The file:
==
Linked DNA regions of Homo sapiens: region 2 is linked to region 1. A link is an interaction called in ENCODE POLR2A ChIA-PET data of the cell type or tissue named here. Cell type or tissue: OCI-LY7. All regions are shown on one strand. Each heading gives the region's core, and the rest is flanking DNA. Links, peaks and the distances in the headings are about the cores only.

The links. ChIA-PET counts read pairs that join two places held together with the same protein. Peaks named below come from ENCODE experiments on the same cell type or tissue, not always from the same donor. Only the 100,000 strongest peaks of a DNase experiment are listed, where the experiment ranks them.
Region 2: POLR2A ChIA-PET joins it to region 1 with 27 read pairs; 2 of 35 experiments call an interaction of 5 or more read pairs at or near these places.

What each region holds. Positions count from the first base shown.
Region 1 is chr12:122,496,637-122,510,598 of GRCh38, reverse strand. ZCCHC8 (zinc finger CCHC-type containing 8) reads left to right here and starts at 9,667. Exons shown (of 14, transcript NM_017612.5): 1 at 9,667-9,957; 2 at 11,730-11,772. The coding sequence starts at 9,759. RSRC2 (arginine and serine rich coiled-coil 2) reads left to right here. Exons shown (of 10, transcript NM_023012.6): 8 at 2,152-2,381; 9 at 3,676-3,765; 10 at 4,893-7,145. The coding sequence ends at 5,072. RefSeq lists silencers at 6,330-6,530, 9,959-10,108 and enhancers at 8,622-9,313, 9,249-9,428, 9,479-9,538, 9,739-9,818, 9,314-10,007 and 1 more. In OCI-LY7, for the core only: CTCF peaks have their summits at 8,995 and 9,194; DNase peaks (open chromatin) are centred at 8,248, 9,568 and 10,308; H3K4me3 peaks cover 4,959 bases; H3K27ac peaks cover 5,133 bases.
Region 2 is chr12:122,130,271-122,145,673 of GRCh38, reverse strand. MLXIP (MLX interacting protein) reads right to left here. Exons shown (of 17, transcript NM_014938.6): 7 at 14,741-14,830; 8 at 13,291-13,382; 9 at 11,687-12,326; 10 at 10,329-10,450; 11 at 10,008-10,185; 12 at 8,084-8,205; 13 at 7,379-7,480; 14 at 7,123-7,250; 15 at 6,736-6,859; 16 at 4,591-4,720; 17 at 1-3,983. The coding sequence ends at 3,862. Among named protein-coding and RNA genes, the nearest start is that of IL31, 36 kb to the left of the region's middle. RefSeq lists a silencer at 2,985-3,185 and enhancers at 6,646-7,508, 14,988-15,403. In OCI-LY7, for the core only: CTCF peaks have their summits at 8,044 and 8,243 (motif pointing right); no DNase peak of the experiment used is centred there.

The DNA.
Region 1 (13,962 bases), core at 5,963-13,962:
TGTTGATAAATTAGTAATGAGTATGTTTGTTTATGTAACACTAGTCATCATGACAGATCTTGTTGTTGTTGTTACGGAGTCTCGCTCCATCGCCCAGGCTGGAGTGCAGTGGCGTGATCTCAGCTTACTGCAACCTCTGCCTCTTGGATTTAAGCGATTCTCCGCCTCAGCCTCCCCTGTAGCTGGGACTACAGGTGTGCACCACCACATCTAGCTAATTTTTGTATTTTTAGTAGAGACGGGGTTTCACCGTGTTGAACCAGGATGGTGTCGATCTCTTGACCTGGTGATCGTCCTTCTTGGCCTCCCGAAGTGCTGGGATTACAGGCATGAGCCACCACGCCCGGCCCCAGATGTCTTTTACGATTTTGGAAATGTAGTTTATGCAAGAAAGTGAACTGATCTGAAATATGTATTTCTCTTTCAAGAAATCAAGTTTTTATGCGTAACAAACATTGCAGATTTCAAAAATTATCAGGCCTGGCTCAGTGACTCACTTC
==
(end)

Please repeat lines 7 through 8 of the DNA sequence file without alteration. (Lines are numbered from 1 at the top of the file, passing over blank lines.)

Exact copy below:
The DNA.
Region 1 (13,962 bases), core at 5,963-13,962: